The Harvey patent, U.S. Pat. No. 4,372,468, discloses a similar pivotal metal tool loop arrangement, with the exception that the metal tool loop is made up in part from a pair of spring-biased tool retention gates for rapid lateral entry of the handle of a hammer or hatchet into the metal tool loop. Since, however, the retention gates are designed to allow only pivotal inward movement and then pivotal outward movement only so far as to return to their retention position, the retention gates cannot be pivoted outwardly beyond their retention position to allow lateral retraction of the tool handle from the tool loop. Therefore, the hammer or hatchet must be withdrawn from the metal tool loop in the same manner as in the Hillinger patented construction.

BRIEF SUMMARY OF INVENTION

The present invention concerns a carpenter's tool holder adapted to be supported from a wearer's waist belt. The tool holder includes an essentially flat rear wall and an outwardly extending front wall connected to the flat rear wall and defining therebetween a pocket and an opening at the top of the pocket large enough to slidingly receive therethrough and into the pocket a tape rule device. The pocket is configured to support and contain therein the tape rule device. The tape rule device has an essentially flat rear surface and a spring clip member secured at its upper end to the rear surface of the tape rule device. The spring clip member has an elongated tongue extending downwardly from its location of securement to the flat rear surface of the tape rule device and defines adjacent to its lower end an inwardly extending curved portion spring-biased to bear against the rear surface of the tape rule device. The elongated tongue of the spring clip member has at its free end a tip portion that is curved outwardly from the aforementioned inwardly curved portion to form an engaging surface. A retention member is connected to the front surface of the rear wall of the pocket of the tool holder and faces the rear surface of the outwardly extending front wall of the pocket and is adapted to receive between the retention member and the rear wall of the pocket the elongated tongue of the spring clip member of the tape rule device in interlocking engagement with the retention member when the tape rule device is slid into the pocket through its top opening and by which the tape rule device is releasably interlocked and retained in the pocket of the tool holder.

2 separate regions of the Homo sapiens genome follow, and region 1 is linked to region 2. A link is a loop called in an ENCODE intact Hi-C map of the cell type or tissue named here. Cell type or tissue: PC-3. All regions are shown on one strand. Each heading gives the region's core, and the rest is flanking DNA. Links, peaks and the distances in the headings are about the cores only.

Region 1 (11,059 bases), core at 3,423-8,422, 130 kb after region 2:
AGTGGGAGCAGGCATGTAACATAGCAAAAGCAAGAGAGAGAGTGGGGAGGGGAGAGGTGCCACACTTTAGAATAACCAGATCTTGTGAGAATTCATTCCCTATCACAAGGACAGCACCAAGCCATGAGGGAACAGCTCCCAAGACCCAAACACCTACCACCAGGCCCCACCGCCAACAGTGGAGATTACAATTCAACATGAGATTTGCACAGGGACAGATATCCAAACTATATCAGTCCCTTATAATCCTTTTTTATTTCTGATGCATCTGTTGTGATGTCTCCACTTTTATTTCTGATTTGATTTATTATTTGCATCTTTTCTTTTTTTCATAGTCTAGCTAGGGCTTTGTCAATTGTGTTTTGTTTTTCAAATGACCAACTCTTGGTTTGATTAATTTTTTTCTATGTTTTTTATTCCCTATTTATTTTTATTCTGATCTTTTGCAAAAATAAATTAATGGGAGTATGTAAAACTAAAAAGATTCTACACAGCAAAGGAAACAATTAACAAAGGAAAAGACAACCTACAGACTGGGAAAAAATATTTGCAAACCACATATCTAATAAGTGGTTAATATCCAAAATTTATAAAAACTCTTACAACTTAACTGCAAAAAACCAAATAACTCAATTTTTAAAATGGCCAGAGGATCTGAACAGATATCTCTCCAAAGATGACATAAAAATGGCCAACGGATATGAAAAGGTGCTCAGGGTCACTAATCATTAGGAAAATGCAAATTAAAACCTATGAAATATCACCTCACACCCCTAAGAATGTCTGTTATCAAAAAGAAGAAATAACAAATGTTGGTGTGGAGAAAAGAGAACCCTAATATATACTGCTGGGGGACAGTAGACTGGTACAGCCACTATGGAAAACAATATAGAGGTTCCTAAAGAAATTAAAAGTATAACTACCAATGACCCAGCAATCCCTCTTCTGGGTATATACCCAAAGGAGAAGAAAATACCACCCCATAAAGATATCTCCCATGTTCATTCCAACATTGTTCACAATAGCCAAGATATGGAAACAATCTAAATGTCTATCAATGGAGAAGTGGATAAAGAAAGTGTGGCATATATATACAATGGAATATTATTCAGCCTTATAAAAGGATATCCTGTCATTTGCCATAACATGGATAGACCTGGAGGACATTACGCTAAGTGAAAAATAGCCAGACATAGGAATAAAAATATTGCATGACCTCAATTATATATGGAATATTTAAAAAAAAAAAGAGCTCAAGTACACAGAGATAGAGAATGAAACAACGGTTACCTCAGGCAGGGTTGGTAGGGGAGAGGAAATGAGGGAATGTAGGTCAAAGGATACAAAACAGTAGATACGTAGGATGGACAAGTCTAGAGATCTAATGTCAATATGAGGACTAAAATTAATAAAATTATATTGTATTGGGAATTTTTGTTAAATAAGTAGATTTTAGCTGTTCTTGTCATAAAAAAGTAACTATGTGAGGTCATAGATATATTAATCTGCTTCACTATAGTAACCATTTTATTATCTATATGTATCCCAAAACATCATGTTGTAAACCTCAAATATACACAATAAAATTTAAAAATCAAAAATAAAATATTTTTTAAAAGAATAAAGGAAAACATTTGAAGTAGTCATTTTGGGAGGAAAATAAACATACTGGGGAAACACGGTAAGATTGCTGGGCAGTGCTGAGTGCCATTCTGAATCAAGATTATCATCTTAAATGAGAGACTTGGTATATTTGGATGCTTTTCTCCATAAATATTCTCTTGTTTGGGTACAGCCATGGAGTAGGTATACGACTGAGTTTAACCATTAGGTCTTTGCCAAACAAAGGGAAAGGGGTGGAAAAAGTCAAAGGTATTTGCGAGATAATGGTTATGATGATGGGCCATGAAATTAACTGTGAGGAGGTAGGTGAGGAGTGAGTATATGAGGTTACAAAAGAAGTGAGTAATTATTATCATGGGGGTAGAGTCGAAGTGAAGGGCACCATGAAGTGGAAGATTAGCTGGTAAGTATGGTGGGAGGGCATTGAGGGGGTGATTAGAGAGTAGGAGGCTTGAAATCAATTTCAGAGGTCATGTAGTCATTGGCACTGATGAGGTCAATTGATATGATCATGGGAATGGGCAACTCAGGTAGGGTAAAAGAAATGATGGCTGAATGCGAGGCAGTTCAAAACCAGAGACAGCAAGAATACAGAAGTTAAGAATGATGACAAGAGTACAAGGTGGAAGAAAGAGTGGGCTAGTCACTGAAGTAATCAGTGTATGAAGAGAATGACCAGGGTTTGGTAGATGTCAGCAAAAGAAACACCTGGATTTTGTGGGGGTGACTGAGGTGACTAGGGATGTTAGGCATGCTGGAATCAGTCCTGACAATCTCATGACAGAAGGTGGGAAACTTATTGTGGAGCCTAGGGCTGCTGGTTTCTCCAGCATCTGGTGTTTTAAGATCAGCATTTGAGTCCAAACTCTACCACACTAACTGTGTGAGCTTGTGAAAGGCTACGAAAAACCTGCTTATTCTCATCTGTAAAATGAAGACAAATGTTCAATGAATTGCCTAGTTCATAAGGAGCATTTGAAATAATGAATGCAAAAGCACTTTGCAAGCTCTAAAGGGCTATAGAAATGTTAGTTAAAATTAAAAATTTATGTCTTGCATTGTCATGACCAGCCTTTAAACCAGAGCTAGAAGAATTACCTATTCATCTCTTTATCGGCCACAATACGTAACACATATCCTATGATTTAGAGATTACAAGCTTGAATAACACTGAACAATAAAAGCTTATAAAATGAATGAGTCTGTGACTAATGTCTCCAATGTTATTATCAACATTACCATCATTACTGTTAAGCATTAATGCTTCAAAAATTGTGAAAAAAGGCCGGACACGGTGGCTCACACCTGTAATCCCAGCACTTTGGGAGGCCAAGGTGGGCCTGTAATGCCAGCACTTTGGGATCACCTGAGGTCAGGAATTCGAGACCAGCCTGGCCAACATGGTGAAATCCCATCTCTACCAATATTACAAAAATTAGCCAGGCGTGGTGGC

The retention member for the tape rule device is positioned within the pocket of the tool holder and is connected to the rear wall of the pocket. The retention member horizontally extends a portion of the way along and is generally parallelly spaced from the rear wall of the pocket of the tool holder.

The retention member for the tape rule device is positioned within the pocket of the tool holder and is connected to and horizontally extends a portion of the way along the rear wall of the pocket. Intermediate of its length, the retention member is spaced generally parallel from the rear wall of the pocket and is at right angles with respect to the elongated tongue of the spring clip member on the tape rule device when the tape rule device is slidingly received in the pocket of the tool holder.

The retention member for the tape rule device defines a horizontally extending hanger bar generally parallelly spaced from the rear wall of the pocket of the tool holder and is secured at its ends to the rear wall of the pocket and adapted to interlockingly engage at a generally right angle with the elongated tongue of the spring clip member of the tape rule device when the tape rule device is slidingly received in the pocket of the tool holder.

The horizontally extending hanger bar may also define along its bottom edge a lip that is turned upwardly at an angle and is adapted to bear against the rear surface of the tape rule device when the tape rule device is slidingly received in the pocket of the tool holder and becomes supported, releasably interlocked and retained within the pocket of the tool holder so as to provide further resistance against unintentioned dislodgment of the tape rule device from the pocket of the tool holder.